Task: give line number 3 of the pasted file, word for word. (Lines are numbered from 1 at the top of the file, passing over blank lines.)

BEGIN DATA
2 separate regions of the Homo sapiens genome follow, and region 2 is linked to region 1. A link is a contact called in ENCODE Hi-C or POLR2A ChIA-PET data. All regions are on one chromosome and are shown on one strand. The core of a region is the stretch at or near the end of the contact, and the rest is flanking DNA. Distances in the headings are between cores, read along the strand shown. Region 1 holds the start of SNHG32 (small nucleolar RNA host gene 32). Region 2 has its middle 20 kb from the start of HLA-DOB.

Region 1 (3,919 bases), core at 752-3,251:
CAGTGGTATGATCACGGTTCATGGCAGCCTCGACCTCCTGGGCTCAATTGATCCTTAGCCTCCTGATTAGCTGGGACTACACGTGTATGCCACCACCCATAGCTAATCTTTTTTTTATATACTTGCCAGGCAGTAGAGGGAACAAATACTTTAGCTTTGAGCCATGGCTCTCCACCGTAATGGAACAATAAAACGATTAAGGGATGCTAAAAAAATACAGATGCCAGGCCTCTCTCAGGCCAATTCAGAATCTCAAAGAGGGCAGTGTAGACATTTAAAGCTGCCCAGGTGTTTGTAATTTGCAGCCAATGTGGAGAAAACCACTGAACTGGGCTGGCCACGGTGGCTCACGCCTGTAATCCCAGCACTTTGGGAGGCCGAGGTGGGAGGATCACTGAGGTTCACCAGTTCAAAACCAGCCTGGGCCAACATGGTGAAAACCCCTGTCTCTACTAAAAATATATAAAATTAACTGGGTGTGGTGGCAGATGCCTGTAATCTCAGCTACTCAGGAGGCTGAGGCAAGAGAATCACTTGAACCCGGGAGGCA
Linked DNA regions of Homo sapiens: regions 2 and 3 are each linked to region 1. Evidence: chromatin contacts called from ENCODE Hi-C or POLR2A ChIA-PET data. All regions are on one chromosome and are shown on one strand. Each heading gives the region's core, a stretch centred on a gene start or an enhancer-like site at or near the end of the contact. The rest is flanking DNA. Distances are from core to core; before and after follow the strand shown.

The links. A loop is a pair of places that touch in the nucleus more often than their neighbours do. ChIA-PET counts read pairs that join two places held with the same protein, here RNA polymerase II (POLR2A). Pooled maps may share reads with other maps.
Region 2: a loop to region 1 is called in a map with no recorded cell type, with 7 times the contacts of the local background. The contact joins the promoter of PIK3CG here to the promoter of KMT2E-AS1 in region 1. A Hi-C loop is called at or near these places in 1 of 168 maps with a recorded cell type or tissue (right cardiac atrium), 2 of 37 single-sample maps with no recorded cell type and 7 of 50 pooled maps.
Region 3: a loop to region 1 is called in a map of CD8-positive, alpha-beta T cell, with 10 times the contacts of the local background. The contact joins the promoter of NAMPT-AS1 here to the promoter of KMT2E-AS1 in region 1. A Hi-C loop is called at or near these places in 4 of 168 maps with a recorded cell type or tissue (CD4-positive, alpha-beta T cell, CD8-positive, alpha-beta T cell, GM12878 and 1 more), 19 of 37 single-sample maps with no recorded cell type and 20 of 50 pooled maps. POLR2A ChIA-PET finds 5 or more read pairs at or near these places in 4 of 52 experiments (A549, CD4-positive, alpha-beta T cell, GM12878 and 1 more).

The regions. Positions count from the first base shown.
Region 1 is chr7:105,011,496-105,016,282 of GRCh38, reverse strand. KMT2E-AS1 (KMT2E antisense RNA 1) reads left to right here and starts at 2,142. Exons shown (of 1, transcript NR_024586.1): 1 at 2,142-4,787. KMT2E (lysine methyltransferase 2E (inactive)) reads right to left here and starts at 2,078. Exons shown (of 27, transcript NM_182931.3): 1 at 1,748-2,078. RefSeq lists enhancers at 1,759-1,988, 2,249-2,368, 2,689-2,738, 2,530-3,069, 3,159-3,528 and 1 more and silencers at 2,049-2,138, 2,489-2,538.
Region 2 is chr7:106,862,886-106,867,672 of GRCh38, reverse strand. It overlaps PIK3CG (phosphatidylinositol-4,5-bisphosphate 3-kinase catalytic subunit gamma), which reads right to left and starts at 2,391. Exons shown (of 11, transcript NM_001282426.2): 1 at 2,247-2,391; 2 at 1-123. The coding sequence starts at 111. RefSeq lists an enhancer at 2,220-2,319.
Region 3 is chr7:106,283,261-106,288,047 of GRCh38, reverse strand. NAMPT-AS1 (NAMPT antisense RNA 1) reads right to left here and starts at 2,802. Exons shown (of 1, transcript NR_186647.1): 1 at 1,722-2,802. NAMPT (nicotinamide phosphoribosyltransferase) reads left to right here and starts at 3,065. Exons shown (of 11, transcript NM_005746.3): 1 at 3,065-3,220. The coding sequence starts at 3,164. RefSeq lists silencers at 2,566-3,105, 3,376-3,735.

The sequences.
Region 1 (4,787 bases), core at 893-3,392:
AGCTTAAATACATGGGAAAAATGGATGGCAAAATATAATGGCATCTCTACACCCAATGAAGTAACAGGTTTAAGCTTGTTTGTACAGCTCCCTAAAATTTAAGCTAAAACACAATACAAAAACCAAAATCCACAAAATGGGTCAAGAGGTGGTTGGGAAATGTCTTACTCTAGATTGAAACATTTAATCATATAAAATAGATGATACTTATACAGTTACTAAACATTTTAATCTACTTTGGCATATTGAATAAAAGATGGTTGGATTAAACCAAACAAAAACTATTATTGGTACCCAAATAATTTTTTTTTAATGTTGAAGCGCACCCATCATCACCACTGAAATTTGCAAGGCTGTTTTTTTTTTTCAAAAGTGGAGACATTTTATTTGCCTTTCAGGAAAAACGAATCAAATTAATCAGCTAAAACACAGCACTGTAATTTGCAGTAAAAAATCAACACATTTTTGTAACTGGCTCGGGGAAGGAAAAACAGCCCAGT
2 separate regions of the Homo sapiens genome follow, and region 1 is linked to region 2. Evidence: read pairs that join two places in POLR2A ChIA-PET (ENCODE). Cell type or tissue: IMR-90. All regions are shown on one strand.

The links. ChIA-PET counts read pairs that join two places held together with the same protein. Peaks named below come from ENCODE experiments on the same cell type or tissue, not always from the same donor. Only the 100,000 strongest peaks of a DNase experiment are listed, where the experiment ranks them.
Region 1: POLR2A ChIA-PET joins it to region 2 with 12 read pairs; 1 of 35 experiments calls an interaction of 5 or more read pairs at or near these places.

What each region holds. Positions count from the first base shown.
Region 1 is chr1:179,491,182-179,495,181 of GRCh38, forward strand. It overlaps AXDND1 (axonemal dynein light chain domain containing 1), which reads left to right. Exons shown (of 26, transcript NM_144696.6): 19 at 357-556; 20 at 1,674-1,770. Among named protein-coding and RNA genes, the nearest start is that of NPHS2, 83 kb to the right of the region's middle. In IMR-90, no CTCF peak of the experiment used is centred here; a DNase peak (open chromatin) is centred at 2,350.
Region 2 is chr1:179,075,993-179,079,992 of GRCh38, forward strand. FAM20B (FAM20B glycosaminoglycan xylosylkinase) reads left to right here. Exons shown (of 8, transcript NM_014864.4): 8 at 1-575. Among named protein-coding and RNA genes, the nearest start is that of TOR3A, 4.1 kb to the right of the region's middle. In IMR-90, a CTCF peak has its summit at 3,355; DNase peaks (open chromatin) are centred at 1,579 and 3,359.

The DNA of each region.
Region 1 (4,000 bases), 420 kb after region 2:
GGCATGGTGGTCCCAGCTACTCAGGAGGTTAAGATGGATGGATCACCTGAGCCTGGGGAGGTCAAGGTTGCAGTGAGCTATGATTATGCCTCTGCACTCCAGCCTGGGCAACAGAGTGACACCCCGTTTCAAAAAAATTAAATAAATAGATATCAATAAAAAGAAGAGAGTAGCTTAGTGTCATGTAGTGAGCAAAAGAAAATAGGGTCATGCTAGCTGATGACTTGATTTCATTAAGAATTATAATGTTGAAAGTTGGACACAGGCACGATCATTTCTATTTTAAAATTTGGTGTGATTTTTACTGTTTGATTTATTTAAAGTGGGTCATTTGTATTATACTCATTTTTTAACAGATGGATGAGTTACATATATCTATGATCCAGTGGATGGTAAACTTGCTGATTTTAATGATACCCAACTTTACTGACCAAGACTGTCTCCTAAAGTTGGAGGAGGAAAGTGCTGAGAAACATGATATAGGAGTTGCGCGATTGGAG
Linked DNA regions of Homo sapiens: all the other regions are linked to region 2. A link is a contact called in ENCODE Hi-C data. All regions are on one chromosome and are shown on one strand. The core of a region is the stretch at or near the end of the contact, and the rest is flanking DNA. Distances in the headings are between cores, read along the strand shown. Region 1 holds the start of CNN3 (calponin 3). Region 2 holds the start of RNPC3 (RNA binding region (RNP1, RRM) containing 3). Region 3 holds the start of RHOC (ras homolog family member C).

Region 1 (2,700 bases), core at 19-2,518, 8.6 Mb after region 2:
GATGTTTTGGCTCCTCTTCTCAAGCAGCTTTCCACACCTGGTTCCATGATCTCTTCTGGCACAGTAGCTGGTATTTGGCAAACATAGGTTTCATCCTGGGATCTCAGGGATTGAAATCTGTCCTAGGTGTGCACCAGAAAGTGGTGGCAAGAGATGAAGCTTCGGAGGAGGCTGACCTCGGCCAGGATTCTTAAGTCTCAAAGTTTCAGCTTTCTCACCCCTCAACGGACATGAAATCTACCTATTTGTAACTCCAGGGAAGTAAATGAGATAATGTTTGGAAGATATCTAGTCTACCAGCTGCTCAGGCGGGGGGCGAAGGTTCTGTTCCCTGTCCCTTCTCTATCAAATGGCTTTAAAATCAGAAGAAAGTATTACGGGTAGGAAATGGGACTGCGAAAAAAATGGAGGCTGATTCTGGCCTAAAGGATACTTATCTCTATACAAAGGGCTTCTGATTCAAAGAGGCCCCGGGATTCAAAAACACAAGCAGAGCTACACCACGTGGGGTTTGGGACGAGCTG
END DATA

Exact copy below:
CAGTGGTATGATCACGGTTCATGGCAGCCTCGACCTCCTGGGCTCAATTGATCCTTAGCCTCCTGATTAGCTGGGACTACACGTGTATGCCACCACCCATAGCTAATCTTTTTTTTATATACTTGCCAGGCAGTAGAGGGAACAAATACTTTAGCTTTGAGCCATGGCTCTCCACCGTAATGGAACAATAAAACGATTAAGGGATGCTAAAAAAATACAGATGCCAGGCCTCTCTCAGGCCAATTCAGAATCTCAAAGAGGGCAGTGTAGACATTTAAAGCTGCCCAGGTGTTTGTAATTTGCAGCCAATGTGGAGAAAACCACTGAACTGGGCTGGCCACGGTGGCTCACGCCTGTAATCCCAGCACTTTGGGAGGCCGAGGTGGGAGGATCACTGAGGTTCACCAGTTCAAAACCAGCCTGGGCCAACATGGTGAAAACCCCTGTCTCTACTAAAAATATATAAAATTAACTGGGTGTGGTGGCAGATGCCTGTAATCTCAGCTACTCAGGAGGCTGAGGCAAGAGAATCACTTGAACCCGGGAGGCA